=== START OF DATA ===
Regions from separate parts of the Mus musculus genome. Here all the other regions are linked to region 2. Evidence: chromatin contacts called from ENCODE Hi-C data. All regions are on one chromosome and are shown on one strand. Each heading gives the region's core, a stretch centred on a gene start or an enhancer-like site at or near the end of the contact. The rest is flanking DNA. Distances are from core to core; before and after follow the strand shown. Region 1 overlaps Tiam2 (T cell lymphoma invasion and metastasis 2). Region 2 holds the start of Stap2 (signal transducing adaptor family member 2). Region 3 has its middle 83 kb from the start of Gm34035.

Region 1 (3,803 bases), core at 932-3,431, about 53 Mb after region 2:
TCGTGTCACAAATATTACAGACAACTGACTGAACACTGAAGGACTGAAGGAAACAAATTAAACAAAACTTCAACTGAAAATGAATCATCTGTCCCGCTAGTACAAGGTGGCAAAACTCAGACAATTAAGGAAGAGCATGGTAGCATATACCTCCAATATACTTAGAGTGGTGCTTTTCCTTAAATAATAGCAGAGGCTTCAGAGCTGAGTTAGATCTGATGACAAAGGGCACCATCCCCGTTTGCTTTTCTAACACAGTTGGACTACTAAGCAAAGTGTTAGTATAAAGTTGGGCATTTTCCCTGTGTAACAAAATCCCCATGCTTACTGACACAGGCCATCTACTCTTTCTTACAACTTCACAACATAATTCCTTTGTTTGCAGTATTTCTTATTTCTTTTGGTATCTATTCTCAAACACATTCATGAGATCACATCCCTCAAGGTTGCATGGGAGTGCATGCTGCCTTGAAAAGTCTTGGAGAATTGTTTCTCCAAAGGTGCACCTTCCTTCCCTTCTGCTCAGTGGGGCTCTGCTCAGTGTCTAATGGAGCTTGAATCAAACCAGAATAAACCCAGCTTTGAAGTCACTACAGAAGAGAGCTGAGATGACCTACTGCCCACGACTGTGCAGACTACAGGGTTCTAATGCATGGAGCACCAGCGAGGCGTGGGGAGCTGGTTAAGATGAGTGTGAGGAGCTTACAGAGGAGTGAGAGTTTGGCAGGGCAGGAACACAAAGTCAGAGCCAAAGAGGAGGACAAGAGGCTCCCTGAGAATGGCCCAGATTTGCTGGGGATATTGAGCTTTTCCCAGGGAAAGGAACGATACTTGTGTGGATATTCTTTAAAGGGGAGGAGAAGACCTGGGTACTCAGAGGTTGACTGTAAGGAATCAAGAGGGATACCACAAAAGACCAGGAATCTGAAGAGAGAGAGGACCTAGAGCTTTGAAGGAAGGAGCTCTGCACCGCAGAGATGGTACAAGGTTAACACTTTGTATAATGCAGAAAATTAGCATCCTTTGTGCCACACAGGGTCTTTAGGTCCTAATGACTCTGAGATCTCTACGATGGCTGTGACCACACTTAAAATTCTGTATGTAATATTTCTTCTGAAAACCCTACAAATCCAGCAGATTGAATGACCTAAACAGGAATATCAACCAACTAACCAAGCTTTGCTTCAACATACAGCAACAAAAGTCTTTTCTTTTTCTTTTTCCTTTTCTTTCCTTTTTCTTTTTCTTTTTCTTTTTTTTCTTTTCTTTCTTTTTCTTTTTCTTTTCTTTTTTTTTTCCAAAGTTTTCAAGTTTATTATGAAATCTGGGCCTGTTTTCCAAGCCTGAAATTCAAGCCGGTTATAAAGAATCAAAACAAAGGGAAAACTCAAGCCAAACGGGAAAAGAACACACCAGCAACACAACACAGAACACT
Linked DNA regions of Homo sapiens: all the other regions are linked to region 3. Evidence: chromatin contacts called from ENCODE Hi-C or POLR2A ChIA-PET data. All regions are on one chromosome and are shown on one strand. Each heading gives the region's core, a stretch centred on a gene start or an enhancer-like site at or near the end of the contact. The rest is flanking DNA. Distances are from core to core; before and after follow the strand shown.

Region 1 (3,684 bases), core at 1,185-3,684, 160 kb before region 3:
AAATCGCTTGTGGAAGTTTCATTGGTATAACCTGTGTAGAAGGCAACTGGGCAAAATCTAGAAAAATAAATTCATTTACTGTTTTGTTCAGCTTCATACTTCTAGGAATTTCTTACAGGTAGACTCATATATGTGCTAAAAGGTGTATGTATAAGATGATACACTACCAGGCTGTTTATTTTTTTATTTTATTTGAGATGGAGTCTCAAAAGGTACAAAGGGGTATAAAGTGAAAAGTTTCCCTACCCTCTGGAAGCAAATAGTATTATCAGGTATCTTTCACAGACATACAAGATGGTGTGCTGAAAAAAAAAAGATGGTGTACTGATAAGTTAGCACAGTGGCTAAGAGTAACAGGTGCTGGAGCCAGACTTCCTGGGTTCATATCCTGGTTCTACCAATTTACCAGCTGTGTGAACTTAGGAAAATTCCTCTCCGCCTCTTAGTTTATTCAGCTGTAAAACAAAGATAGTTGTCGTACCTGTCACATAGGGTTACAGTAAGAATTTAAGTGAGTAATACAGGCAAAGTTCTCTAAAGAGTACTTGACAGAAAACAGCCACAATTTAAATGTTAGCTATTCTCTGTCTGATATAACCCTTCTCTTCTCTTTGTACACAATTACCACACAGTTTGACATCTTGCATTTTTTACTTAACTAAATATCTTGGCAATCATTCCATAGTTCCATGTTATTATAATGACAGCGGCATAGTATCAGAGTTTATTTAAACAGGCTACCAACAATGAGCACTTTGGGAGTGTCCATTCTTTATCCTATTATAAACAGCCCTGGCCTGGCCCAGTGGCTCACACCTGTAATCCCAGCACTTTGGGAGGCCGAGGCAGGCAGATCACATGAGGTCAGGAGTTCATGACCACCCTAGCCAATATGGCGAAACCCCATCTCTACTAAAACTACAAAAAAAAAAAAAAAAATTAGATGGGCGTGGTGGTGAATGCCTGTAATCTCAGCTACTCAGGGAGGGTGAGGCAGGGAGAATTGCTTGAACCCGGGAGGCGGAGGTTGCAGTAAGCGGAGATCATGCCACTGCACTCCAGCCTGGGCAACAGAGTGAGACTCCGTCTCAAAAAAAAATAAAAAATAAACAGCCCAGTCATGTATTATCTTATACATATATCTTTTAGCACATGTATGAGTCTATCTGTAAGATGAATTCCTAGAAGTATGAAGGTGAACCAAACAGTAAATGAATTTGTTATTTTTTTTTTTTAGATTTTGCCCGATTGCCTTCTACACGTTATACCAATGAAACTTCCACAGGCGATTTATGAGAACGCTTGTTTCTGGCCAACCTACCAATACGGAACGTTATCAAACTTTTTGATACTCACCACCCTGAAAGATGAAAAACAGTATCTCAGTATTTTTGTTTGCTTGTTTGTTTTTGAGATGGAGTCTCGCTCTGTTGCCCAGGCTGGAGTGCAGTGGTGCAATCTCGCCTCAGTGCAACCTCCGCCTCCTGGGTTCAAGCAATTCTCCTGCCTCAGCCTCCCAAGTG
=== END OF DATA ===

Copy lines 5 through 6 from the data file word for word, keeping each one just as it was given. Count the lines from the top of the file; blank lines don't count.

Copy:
Region 1 (3,684 bases), core at 1,185-3,684, 160 kb before region 3:
AAATCGCTTGTGGAAGTTTCATTGGTATAACCTGTGTAGAAGGCAACTGGGCAAAATCTAGAAAAATAAATTCATTTACTGTTTTGTTCAGCTTCATACTTCTAGGAATTTCTTACAGGTAGACTCATATATGTGCTAAAAGGTGTATGTATAAGATGATACACTACCAGGCTGTTTATTTTTTTATTTTATTTGAGATGGAGTCTCAAAAGGTACAAAGGGGTATAAAGTGAAAAGTTTCCCTACCCTCTGGAAGCAAATAGTATTATCAGGTATCTTTCACAGACATACAAGATGGTGTGCTGAAAAAAAAAAGATGGTGTACTGATAAGTTAGCACAGTGGCTAAGAGTAACAGGTGCTGGAGCCAGACTTCCTGGGTTCATATCCTGGTTCTACCAATTTACCAGCTGTGTGAACTTAGGAAAATTCCTCTCCGCCTCTTAGTTTATTCAGCTGTAAAACAAAGATAGTTGTCGTACCTGTCACATAGGGTTACAGTAAGAATTTAAGTGAGTAATACAGGCAAAGTTCTCTAAAGAGTACTTGACAGAAAACAGCCACAATTTAAATGTTAGCTATTCTCTGTCTGATATAACCCTTCTCTTCTCTTTGTACACAATTACCACACAGTTTGACATCTTGCATTTTTTACTTAACTAAATATCTTGGCAATCATTCCATAGTTCCATGTTATTATAATGACAGCGGCATAGTATCAGAGTTTATTTAAACAGGCTACCAACAATGAGCACTTTGGGAGTGTCCATTCTTTATCCTATTATAAACAGCCCTGGCCTGGCCCAGTGGCTCACACCTGTAATCCCAGCACTTTGGGAGGCCGAGGCAGGCAGATCACATGAGGTCAGGAGTTCATGACCACCCTAGCCAATATGGCGAAACCCCATCTCTACTAAAACTACAAAAAAAAAAAAAAAAATTAGATGGGCGTGGTGGTGAATGCCTGTAATCTCAGCTACTCAGGGAGGGTGAGGCAGGGAGAATTGCTTGAACCCGGGAGGCGGAGGTTGCAGTAAGCGGAGATCATGCCACTGCACTCCAGCCTGGGCAACAGAGTGAGACTCCGTCTCAAAAAAAAATAAAAAATAAACAGCCCAGTCATGTATTATCTTATACATATATCTTTTAGCACATGTATGAGTCTATCTGTAAGATGAATTCCTAGAAGTATGAAGGTGAACCAAACAGTAAATGAATTTGTTATTTTTTTTTTTTAGATTTTGCCCGATTGCCTTCTACACGTTATACCAATGAAACTTCCACAGGCGATTTATGAGAACGCTTGTTTCTGGCCAACCTACCAATACGGAACGTTATCAAACTTTTTGATACTCACCACCCTGAAAGATGAAAAACAGTATCTCAGTATTTTTGTTTGCTTGTTTGTTTTTGAGATGGAGTCTCGCTCTGTTGCCCAGGCTGGAGTGCAGTGGTGCAATCTCGCCTCAGTGCAACCTCCGCCTCCTGGGTTCAAGCAATTCTCCTGCCTCAGCCTCCCAAGTG